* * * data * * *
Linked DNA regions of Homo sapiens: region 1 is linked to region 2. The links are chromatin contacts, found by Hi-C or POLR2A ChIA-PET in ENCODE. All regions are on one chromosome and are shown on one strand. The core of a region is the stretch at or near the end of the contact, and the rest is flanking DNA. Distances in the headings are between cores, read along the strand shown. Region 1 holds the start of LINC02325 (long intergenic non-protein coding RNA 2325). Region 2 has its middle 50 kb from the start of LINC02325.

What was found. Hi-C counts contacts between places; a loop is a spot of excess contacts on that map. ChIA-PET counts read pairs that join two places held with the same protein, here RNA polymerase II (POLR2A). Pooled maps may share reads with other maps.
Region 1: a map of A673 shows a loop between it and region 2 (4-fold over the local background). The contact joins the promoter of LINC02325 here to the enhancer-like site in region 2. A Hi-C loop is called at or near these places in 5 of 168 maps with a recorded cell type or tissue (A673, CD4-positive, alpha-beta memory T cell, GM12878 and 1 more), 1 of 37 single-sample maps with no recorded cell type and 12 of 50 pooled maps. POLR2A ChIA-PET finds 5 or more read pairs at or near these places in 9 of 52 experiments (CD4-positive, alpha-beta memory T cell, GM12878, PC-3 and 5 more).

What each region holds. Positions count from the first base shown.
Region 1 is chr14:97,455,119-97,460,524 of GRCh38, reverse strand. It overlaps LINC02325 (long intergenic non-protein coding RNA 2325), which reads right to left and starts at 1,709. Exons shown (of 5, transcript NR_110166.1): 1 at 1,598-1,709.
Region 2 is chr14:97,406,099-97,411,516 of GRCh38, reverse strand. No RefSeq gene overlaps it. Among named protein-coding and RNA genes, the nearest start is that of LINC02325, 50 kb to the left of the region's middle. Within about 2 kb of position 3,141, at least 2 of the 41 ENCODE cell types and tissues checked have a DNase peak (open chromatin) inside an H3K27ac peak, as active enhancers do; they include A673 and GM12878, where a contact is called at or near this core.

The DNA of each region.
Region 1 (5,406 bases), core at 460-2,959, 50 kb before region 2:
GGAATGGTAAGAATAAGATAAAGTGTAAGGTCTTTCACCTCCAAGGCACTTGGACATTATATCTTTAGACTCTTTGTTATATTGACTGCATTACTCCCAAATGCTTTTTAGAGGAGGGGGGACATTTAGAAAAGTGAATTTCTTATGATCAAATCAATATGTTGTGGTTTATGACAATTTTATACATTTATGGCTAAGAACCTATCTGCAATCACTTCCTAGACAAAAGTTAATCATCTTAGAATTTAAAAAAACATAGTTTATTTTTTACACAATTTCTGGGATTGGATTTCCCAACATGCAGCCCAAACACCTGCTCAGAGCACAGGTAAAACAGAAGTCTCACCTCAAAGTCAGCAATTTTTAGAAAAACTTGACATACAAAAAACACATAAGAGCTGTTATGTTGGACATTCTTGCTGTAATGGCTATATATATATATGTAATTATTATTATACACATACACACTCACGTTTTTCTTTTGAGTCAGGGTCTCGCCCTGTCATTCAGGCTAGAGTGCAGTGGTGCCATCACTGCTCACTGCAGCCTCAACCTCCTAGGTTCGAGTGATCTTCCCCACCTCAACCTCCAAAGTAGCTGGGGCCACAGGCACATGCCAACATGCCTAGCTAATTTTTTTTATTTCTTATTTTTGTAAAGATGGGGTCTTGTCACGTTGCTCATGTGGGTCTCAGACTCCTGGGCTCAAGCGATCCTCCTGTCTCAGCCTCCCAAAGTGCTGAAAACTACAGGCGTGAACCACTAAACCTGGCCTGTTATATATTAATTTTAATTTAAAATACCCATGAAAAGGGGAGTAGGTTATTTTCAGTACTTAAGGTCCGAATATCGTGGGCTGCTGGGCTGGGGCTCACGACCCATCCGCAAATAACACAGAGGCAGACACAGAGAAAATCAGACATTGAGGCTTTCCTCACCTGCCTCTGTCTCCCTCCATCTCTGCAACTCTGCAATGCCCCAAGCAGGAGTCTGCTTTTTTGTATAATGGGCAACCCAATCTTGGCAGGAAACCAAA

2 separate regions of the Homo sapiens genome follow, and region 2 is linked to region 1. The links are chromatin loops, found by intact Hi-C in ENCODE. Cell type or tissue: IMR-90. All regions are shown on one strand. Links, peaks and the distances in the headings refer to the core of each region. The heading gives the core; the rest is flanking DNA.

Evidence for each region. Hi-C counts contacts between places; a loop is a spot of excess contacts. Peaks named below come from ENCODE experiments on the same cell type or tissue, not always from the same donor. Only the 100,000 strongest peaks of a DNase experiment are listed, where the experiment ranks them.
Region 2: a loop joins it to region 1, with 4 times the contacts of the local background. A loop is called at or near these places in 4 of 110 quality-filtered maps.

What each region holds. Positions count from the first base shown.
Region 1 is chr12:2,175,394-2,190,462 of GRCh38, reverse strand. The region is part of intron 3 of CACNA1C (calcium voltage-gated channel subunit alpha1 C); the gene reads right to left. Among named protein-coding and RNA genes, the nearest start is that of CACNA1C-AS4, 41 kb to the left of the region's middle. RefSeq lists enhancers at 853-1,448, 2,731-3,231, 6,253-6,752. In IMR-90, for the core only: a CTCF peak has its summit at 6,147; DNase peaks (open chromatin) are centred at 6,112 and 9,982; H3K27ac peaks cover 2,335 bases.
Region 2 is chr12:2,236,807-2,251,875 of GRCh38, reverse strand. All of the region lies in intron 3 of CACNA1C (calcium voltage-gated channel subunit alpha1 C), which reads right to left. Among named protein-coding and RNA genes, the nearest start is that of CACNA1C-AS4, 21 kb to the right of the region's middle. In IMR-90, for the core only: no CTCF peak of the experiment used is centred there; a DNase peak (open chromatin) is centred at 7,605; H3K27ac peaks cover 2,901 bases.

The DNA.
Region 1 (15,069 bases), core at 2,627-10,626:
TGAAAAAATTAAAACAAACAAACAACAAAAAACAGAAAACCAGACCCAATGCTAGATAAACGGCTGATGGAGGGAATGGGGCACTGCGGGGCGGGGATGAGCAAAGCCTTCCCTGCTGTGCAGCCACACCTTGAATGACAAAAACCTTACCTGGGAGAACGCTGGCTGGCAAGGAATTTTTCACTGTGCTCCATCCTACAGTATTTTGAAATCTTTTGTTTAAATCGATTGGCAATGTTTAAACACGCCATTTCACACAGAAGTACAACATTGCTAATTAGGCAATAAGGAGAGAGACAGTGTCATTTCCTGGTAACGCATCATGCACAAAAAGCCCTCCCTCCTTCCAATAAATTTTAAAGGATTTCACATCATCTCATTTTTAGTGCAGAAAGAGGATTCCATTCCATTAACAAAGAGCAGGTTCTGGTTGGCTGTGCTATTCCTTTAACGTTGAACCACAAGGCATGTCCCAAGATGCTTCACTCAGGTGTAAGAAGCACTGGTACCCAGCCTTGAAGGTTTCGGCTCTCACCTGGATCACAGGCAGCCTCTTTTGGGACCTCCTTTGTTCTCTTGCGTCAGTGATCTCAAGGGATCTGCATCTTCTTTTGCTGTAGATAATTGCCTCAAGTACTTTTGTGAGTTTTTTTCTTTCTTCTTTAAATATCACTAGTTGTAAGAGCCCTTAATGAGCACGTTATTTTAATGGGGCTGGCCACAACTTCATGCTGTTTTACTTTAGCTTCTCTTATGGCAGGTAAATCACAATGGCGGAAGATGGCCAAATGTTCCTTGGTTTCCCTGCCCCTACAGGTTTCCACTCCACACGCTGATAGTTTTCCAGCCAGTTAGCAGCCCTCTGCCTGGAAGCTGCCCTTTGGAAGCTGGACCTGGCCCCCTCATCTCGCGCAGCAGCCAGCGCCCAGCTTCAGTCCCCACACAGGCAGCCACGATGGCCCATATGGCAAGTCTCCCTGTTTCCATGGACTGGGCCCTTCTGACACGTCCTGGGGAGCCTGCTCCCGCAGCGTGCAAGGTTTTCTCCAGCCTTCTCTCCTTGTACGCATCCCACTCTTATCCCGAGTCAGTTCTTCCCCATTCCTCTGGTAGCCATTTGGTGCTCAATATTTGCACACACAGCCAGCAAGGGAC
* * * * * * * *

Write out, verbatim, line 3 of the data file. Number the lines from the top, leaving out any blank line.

Region 1: a map of A673 shows a loop between it and region 2 (4-fold over the local background). The contact joins the promoter of LINC02325 here to the enhancer-like site in region 2. A Hi-C loop is called at or near these places in 5 of 168 maps with a recorded cell type or tissue (A673, CD4-positive, alpha-beta memory T cell, GM12878 and 1 more), 1 of 37 single-sample maps with no recorded cell type and 12 of 50 pooled maps. POLR2A ChIA-PET finds 5 or more read pairs at or near these places in 9 of 52 experiments (CD4-positive, alpha-beta memory T cell, GM12878, PC-3 and 5 more).